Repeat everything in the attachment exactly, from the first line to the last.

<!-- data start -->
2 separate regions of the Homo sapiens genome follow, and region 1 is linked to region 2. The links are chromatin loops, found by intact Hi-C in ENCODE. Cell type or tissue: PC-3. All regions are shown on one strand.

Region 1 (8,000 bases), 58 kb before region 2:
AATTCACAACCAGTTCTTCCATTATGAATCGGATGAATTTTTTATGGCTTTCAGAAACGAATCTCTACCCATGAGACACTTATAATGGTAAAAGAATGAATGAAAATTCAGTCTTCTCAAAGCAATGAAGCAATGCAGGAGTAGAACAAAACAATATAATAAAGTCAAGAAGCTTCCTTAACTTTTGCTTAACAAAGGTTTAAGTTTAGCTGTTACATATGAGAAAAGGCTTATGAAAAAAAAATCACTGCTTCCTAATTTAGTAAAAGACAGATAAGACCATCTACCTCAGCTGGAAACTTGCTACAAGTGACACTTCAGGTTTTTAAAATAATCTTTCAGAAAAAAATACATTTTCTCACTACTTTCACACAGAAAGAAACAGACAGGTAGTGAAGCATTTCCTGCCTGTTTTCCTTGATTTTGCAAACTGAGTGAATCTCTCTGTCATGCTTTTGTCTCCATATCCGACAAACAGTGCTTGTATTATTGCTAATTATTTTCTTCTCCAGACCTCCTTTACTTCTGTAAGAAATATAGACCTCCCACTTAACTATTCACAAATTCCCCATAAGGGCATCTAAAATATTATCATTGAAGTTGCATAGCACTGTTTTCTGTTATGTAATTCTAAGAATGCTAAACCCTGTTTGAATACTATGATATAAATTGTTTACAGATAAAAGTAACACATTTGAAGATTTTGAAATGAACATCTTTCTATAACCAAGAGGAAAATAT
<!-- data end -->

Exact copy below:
2 separate regions of the Homo sapiens genome follow, and region 1 is linked to region 2. The links are chromatin loops, found by intact Hi-C in ENCODE. Cell type or tissue: PC-3. All regions are shown on one strand.

Region 1 (8,000 bases), 58 kb before region 2:
AATTCACAACCAGTTCTTCCATTATGAATCGGATGAATTTTTTATGGCTTTCAGAAACGAATCTCTACCCATGAGACACTTATAATGGTAAAAGAATGAATGAAAATTCAGTCTTCTCAAAGCAATGAAGCAATGCAGGAGTAGAACAAAACAATATAATAAAGTCAAGAAGCTTCCTTAACTTTTGCTTAACAAAGGTTTAAGTTTAGCTGTTACATATGAGAAAAGGCTTATGAAAAAAAAATCACTGCTTCCTAATTTAGTAAAAGACAGATAAGACCATCTACCTCAGCTGGAAACTTGCTACAAGTGACACTTCAGGTTTTTAAAATAATCTTTCAGAAAAAAATACATTTTCTCACTACTTTCACACAGAAAGAAACAGACAGGTAGTGAAGCATTTCCTGCCTGTTTTCCTTGATTTTGCAAACTGAGTGAATCTCTCTGTCATGCTTTTGTCTCCATATCCGACAAACAGTGCTTGTATTATTGCTAATTATTTTCTTCTCCAGACCTCCTTTACTTCTGTAAGAAATATAGACCTCCCACTTAACTATTCACAAATTCCCCATAAGGGCATCTAAAATATTATCATTGAAGTTGCATAGCACTGTTTTCTGTTATGTAATTCTAAGAATGCTAAACCCTGTTTGAATACTATGATATAAATTGTTTACAGATAAAAGTAACACATTTGAAGATTTTGAAATGAACATCTTTCTATAACCAAGAGGAAAATAT